Aurora Fox looks to challenge white and black audiences with ‘Hooded or Being Black for Dummies’
Go to most any play or musical in Colorado and you might be amazed by the widely diverse audience of white, black and brown people of all ethnicities, ages and income brackets enjoying our local theater.
I jest, of course. The typical audience around here is predominantly white, with a median age of, I’d guess, about 50. My 17-year-old son comes to a lot of shows with me, and he’s often the youngest person in the crowd, save for some of the bigger shows. And yeah, we’re white.
Colorado, after all, is (sound of Googling) about 81 percent white, and it’s understandable if black teens or Latino millennials aren’t racing to see “Mary Poppins.” That’s not to say there isn’t progress being made. Many theaters are casting more and more black, brown and Asian actors in roles that might previously only been considered for a white actor. And it’s not uncommon to see mixed-race families on stage with never a second thought. It just is.
But there’s certainly more work to be done to break up the sea of gray hair and white faces typical for audiences ‘round these parts.
For Helen Murray, who took over as the executive producer at the Aurora Fox last summer, offering shows that appeal to that city’s more diverse population is part of what she sees as the theater’s mandate. So far, her first season has been a cool mix of the kinds of shows one might not normally associate with a city-owned venue like the Fox.
Read John Moore’s 2018 feature on Helen Murray at the DCPA News Center.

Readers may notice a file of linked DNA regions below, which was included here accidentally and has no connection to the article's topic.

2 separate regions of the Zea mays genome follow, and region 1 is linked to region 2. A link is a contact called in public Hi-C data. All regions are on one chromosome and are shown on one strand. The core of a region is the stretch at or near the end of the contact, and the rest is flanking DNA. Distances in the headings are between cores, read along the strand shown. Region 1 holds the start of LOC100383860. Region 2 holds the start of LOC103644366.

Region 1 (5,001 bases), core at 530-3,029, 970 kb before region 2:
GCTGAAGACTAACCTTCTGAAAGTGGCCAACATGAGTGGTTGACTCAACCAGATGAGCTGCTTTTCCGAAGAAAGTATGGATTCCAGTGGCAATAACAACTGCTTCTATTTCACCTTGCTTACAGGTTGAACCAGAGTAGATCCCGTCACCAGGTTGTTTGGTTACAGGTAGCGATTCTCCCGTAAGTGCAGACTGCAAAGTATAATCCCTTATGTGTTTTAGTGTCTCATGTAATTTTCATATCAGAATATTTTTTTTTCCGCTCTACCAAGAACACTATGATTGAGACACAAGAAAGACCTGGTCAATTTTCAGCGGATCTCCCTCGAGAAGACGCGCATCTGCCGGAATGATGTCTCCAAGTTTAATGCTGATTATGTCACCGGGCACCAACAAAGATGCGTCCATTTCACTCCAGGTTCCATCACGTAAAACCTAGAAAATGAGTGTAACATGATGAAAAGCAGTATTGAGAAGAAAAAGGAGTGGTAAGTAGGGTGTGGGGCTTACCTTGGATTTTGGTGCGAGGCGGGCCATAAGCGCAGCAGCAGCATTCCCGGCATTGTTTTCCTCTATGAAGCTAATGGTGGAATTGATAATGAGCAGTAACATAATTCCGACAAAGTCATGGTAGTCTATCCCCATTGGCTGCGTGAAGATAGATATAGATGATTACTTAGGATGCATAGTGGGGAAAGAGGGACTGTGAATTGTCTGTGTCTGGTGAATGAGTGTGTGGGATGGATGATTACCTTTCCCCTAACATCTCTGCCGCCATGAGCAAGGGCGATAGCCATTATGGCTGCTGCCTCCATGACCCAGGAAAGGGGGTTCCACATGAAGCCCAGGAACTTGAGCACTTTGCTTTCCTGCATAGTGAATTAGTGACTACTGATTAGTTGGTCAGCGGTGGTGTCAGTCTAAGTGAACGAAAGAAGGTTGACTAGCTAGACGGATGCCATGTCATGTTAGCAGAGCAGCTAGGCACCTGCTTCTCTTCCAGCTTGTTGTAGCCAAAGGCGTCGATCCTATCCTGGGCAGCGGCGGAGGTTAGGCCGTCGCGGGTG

Next up, she and director Betty Hart are diving head-first into America’s racial tempest with “Hooded or Being Black for Dummies.” The show, by black playwright Tearrance Arvelle Chisholm, is a stark and reportedly hilarious foray into post-Travyon Martin America.
Murray and Hart both warn audience members will be at times uncomfortable during this show, whether they’re black or white.
“It’s a fascinating and unflinching show about what’s happening to our black youth,” Murray says, sipping a water bottle in her office about two weeks from opening night. “Tearrance created something using some very interesting theatrical structures, and he breaks them all over the place. He doesn’t spare anyone — prejudices and misunderstandings, he goes after all of it.”
As the person charged with the artistic direction of the Fox along with the job of filling houses to keep the lights on, Murray is aware “Hooded” may be a bit more of a challenge for the typical Fox crowd. To that end, she said the theater has done outreach into the community to reach new audiences.
“My job is to make art that feeds our community, and I’m interested to see how this kind of show plays here,” she said. “We want to be an open opportunity here at the Fox, and we’re reaching out to the black community, area high schools, community colleges — along with our regular patrons, of course.”
Aside from opening night, Murray says each performance of “Hooded” will include a post-show chat to allow audiences to talk over what they’ve just seen with cast members.
Bringing ‘Hooded’ to the stage
As an experienced director who’s also a black woman, Betty Hart was pretty much exactly what Murray was looking for in a director for “Hooded.” Hart is coming off a breakout year around town, directing “Lady Day at Emerson’s Bar & Grill, (Vintage Theatre and the DCPA’s Garner Galleria Theatre) and acting in a variety of shows from the Colorado Shakespeare Festival to the Colorado Springs Fine Arts Center. She won a True West Award along the way and also joined the board of the Colorado Theatre Guild.
“Hooded” will be her first show at the Fox.